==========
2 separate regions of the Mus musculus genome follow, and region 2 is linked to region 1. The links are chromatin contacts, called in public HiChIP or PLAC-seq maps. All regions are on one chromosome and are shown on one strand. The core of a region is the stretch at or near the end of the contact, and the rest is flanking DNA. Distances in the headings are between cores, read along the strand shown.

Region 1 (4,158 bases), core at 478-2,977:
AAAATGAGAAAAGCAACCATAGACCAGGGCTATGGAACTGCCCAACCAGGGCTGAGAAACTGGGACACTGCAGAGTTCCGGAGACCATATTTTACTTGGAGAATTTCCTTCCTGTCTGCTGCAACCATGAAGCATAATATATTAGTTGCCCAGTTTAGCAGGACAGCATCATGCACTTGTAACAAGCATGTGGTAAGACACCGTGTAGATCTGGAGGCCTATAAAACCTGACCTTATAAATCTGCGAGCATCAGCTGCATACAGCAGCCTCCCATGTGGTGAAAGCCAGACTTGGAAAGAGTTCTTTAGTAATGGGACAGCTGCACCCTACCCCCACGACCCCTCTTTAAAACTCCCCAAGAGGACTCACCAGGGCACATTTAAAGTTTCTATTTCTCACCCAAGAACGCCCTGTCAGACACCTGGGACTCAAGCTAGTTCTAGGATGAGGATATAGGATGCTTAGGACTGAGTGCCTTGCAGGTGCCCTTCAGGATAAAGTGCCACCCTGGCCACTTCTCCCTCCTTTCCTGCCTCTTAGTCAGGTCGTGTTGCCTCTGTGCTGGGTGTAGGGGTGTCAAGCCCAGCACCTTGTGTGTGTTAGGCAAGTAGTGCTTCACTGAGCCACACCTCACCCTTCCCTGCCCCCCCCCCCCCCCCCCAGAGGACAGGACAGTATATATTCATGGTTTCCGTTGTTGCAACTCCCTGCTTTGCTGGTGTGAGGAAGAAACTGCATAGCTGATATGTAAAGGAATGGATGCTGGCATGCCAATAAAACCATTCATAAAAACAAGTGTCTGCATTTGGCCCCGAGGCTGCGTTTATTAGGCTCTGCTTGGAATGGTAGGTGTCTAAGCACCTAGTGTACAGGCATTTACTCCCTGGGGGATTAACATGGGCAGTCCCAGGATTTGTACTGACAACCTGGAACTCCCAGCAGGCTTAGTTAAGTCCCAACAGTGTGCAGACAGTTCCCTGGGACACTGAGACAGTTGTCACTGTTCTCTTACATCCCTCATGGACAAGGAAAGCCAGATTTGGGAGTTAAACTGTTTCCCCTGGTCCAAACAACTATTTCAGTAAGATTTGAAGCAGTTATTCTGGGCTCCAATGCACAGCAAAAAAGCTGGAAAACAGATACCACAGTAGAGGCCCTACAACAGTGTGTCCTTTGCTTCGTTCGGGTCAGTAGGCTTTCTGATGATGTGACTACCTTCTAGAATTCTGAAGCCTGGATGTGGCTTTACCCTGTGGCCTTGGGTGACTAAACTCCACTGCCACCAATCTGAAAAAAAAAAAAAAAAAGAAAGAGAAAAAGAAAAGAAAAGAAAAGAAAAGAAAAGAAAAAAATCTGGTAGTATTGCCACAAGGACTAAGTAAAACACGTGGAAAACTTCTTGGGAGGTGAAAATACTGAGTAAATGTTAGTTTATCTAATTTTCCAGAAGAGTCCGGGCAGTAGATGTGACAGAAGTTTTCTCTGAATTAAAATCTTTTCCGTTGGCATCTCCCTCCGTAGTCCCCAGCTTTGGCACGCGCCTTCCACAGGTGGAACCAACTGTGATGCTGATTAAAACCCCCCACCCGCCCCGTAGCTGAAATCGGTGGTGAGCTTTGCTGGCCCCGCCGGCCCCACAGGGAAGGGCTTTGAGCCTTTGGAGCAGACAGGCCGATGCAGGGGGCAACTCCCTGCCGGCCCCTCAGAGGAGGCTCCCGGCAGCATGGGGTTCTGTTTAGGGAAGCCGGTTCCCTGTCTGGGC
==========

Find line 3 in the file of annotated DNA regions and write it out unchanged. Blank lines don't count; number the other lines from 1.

AAAATGAGAAAAGCAACCATAGACCAGGGCTATGGAACTGCCCAACCAGGGCTGAGAAACTGGGACACTGCAGAGTTCCGGAGACCATATTTTACTTGGAGAATTTCCTTCCTGTCTGCTGCAACCATGAAGCATAATATATTAGTTGCCCAGTTTAGCAGGACAGCATCATGCACTTGTAACAAGCATGTGGTAAGACACCGTGTAGATCTGGAGGCCTATAAAACCTGACCTTATAAATCTGCGAGCATCAGCTGCATACAGCAGCCTCCCATGTGGTGAAAGCCAGACTTGGAAAGAGTTCTTTAGTAATGGGACAGCTGCACCCTACCCCCACGACCCCTCTTTAAAACTCCCCAAGAGGACTCACCAGGGCACATTTAAAGTTTCTATTTCTCACCCAAGAACGCCCTGTCAGACACCTGGGACTCAAGCTAGTTCTAGGATGAGGATATAGGATGCTTAGGACTGAGTGCCTTGCAGGTGCCCTTCAGGATAAAGTGCCACCCTGGCCACTTCTCCCTCCTTTCCTGCCTCTTAGTCAGGTCGTGTTGCCTCTGTGCTGGGTGTAGGGGTGTCAAGCCCAGCACCTTGTGTGTGTTAGGCAAGTAGTGCTTCACTGAGCCACACCTCACCCTTCCCTGCCCCCCCCCCCCCCCCCCAGAGGACAGGACAGTATATATTCATGGTTTCCGTTGTTGCAACTCCCTGCTTTGCTGGTGTGAGGAAGAAACTGCATAGCTGATATGTAAAGGAATGGATGCTGGCATGCCAATAAAACCATTCATAAAAACAAGTGTCTGCATTTGGCCCCGAGGCTGCGTTTATTAGGCTCTGCTTGGAATGGTAGGTGTCTAAGCACCTAGTGTACAGGCATTTACTCCCTGGGGGATTAACATGGGCAGTCCCAGGATTTGTACTGACAACCTGGAACTCCCAGCAGGCTTAGTTAAGTCCCAACAGTGTGCAGACAGTTCCCTGGGACACTGAGACAGTTGTCACTGTTCTCTTACATCCCTCATGGACAAGGAAAGCCAGATTTGGGAGTTAAACTGTTTCCCCTGGTCCAAACAACTATTTCAGTAAGATTTGAAGCAGTTATTCTGGGCTCCAATGCACAGCAAAAAAGCTGGAAAACAGATACCACAGTAGAGGCCCTACAACAGTGTGTCCTTTGCTTCGTTCGGGTCAGTAGGCTTTCTGATGATGTGACTACCTTCTAGAATTCTGAAGCCTGGATGTGGCTTTACCCTGTGGCCTTGGGTGACTAAACTCCACTGCCACCAATCTGAAAAAAAAAAAAAAAAAGAAAGAGAAAAAGAAAAGAAAAGAAAAGAAAAGAAAAGAAAAAAATCTGGTAGTATTGCCACAAGGACTAAGTAAAACACGTGGAAAACTTCTTGGGAGGTGAAAATACTGAGTAAATGTTAGTTTATCTAATTTTCCAGAAGAGTCCGGGCAGTAGATGTGACAGAAGTTTTCTCTGAATTAAAATCTTTTCCGTTGGCATCTCCCTCCGTAGTCCCCAGCTTTGGCACGCGCCTTCCACAGGTGGAACCAACTGTGATGCTGATTAAAACCCCCCACCCGCCCCGTAGCTGAAATCGGTGGTGAGCTTTGCTGGCCCCGCCGGCCCCACAGGGAAGGGCTTTGAGCCTTTGGAGCAGACAGGCCGATGCAGGGGGCAACTCCCTGCCGGCCCCTCAGAGGAGGCTCCCGGCAGCATGGGGTTCTGTTTAGGGAAGCCGGTTCCCTGTCTGGGC